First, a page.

From: "JFK News"
Soviets Knew Date of Cuba Attack
April 29, 2000
QUOTE OF THE DAY:
"I'm the first to recognize that I don't think that the CIA
paramilitary operations of the type in Cuba, I think we should
ourselves more to secret intelligence collection and operations
nonmilitary category." ALLEN DULLES
QUESTION OF THE DAY:
Was President Kennedy informed of this leak?
"Kornbluh said there is no indication that Esterline or anyone
else at the
CIA warned President Kennedy of the leak before the invasion took
Soviets Knew Date of Cuba Attack
By Vernon Loeb
Washington Post Staff Writer
Saturday, April 29, 2000; A04
Shortly after the failed Bay of Pigs invasion of Cuba in 1961,
a top CIA official told an investigative commission that the Soviet Union
had somehow learned the exact date of the amphibious landing in advance, according to a newly declassified version of the commission's
Moreover, the CIA apparently had known of the leak to the Soviets--and went ahead with the invasion anyway.
In an effort to oust Fidel Castro, the CIA organized and trained
a force of about 1,400 Cuban exiles and launched the invasion on April
17, 1961. Castro's soldiers easily repelled the landing force in less than
72 hours, killing 200 rebels and capturing 1,197 others in what became one
of the worst foreign policy blunders of the Cold War.
The investigative commission, chaired by Gen. Maxwell Taylor,
was established almost immediately and held a series of secret hearings
at the Pentagon before sending a sharply critical report to President
Kennedy in June 1961.
While portions of the Taylor Commission's report were made
public on two previous occasions, in 1977 and 1986, many pages had been blacked
out for security reasons by the CIA. The newly declassified version, in
contrast, is nearly free of deletions and contains a wealth of new detail.
The National Archives released the document late Wednesday
to the nonprofit National Security Archive, where senior analyst Peter
Kornbluh has been working for years to prod the government to release all classified documents on the Bay of Pigs.
Kornbluh began demanding the full version of the Taylor Commission
report in December after determining that the document, cleared for release
by the CIA in 1996, had been lost by Pentagon officials.
"This document represents a case study of bureaucratic
laxity when it comes to the declassification of important history," Kornbluh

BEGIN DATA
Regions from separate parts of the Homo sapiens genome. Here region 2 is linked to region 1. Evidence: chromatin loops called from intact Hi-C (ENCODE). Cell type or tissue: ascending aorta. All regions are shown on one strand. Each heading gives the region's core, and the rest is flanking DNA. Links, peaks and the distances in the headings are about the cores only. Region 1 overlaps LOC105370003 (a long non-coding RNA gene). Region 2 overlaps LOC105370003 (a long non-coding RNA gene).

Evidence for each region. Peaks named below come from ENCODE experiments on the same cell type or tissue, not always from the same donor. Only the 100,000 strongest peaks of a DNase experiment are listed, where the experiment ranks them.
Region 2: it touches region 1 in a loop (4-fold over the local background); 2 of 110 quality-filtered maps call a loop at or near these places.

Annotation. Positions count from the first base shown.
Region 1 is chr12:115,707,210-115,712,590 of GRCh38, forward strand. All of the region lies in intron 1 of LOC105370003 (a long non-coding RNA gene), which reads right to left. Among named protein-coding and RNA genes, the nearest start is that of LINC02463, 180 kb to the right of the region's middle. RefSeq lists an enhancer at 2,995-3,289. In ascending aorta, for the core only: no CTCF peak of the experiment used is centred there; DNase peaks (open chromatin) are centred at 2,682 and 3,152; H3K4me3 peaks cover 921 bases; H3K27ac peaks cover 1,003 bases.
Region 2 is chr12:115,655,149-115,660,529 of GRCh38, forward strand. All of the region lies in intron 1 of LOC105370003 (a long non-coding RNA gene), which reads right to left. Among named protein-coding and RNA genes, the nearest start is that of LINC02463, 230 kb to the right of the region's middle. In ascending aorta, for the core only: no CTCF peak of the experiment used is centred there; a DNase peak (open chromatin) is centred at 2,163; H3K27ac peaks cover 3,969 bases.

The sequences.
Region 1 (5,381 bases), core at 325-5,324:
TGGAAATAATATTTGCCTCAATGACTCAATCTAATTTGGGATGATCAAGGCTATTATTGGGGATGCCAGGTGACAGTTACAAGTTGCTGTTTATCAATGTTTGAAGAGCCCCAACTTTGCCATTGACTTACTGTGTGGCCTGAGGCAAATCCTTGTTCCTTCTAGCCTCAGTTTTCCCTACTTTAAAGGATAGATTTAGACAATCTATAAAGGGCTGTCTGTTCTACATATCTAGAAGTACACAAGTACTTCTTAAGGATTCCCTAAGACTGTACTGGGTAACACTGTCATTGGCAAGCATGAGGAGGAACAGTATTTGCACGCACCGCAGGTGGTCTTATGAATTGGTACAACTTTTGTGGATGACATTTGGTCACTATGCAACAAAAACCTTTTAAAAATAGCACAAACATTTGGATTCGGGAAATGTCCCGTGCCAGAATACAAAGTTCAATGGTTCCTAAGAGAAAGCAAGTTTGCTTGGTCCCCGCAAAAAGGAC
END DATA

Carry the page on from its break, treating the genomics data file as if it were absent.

said yesterday. "I was told by the Kennedy Library [in December]
that the Taylor report was sitting at the Pentagon--and had been for three
years at that point."
When Pentagon officials could not locate the document, Kornbluh
said, the whole declassification review process involving the CIA, State
Department, Pentagon and other intelligence agencies had to be restarted by
officials at the National Archives, where the process finally was completed
just days ago...
Lt. Col. Catherine Abbott, a Pentagon spokeswoman, blamed the
John F. Kennedy Library in Massachusetts for sending the document in 1996
to the Defense Department's Office of General Counsel, rather than to
a special declassification office. Abbott said she did not know what happened
to the document after it arrived in 1996.
Documents found in Soviet archives previously indicated that
the Russians had learned some details of the operation in advance, but the
Taylor Commission report shows for the first time that the CIA knew about
the leak and proceeded with the invasion nevertheless.
The revelation came in testimony before the Taylor Commission--blacked
out in previous releases of the report--by Jacob D. Esterline, the
CIA operations official who headed the task force responsible for
coordinating the invasion...
"There was some indication that the Soviets somewhere
around the 9th [of April] had gotten the date of the 17th," Esterline testified.
"But there was no indication at any time that they had any idea where the
operation was going to take place."
How the leak occurred is still a mystery.
In extremely candid testimony, Esterline called Tony Varona,